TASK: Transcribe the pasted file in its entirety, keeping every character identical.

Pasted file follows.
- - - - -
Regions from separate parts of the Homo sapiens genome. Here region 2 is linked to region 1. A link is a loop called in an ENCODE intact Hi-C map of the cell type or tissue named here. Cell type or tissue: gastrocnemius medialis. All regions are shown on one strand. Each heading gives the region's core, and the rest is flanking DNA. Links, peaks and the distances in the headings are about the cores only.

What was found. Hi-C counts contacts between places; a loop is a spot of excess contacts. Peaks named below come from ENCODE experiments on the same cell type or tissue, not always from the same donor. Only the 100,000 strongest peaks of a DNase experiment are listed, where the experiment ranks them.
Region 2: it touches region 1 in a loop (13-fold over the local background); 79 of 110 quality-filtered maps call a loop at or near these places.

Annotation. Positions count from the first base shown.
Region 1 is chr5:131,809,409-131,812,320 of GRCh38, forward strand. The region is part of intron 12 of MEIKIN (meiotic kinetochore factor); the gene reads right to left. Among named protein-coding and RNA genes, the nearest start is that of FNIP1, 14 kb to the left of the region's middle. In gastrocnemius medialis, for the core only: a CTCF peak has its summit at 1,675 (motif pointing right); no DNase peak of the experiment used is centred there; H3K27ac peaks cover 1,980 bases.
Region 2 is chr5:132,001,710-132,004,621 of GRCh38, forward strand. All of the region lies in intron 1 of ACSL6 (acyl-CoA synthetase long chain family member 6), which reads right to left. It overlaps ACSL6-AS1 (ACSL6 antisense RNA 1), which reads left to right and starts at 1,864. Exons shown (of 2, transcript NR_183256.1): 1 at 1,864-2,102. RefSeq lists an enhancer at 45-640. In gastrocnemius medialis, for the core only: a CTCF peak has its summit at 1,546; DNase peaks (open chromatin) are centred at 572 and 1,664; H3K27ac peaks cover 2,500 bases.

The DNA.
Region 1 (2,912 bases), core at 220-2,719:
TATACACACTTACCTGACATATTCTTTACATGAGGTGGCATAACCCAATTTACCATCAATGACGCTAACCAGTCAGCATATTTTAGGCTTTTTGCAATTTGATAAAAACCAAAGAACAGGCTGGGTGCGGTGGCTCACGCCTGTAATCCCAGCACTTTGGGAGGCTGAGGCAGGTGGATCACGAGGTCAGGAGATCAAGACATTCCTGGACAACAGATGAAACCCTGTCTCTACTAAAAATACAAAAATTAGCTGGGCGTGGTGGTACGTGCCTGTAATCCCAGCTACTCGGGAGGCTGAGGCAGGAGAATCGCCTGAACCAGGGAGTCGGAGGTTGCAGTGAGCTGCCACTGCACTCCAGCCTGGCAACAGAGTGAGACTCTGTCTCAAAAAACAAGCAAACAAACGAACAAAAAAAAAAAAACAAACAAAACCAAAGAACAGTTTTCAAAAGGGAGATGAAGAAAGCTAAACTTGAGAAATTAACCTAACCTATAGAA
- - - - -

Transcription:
Regions from separate parts of the Homo sapiens genome. Here region 2 is linked to region 1. A link is a loop called in an ENCODE intact Hi-C map of the cell type or tissue named here. Cell type or tissue: gastrocnemius medialis. All regions are shown on one strand. Each heading gives the region's core, and the rest is flanking DNA. Links, peaks and the distances in the headings are about the cores only.

What was found. Hi-C counts contacts between places; a loop is a spot of excess contacts. Peaks named below come from ENCODE experiments on the same cell type or tissue, not always from the same donor. Only the 100,000 strongest peaks of a DNase experiment are listed, where the experiment ranks them.
Region 2: it touches region 1 in a loop (13-fold over the local background); 79 of 110 quality-filtered maps call a loop at or near these places.

Annotation. Positions count from the first base shown.
Region 1 is chr5:131,809,409-131,812,320 of GRCh38, forward strand. The region is part of intron 12 of MEIKIN (meiotic kinetochore factor); the gene reads right to left. Among named protein-coding and RNA genes, the nearest start is that of FNIP1, 14 kb to the left of the region's middle. In gastrocnemius medialis, for the core only: a CTCF peak has its summit at 1,675 (motif pointing right); no DNase peak of the experiment used is centred there; H3K27ac peaks cover 1,980 bases.
Region 2 is chr5:132,001,710-132,004,621 of GRCh38, forward strand. All of the region lies in intron 1 of ACSL6 (acyl-CoA synthetase long chain family member 6), which reads right to left. It overlaps ACSL6-AS1 (ACSL6 antisense RNA 1), which reads left to right and starts at 1,864. Exons shown (of 2, transcript NR_183256.1): 1 at 1,864-2,102. RefSeq lists an enhancer at 45-640. In gastrocnemius medialis, for the core only: a CTCF peak has its summit at 1,546; DNase peaks (open chromatin) are centred at 572 and 1,664; H3K27ac peaks cover 2,500 bases.

The DNA.
Region 1 (2,912 bases), core at 220-2,719:
TATACACACTTACCTGACATATTCTTTACATGAGGTGGCATAACCCAATTTACCATCAATGACGCTAACCAGTCAGCATATTTTAGGCTTTTTGCAATTTGATAAAAACCAAAGAACAGGCTGGGTGCGGTGGCTCACGCCTGTAATCCCAGCACTTTGGGAGGCTGAGGCAGGTGGATCACGAGGTCAGGAGATCAAGACATTCCTGGACAACAGATGAAACCCTGTCTCTACTAAAAATACAAAAATTAGCTGGGCGTGGTGGTACGTGCCTGTAATCCCAGCTACTCGGGAGGCTGAGGCAGGAGAATCGCCTGAACCAGGGAGTCGGAGGTTGCAGTGAGCTGCCACTGCACTCCAGCCTGGCAACAGAGTGAGACTCTGTCTCAAAAAACAAGCAAACAAACGAACAAAAAAAAAAAAACAAACAAAACCAAAGAACAGTTTTCAAAAGGGAGATGAAGAAAGCTAAACTTGAGAAATTAACCTAACCTATAGAA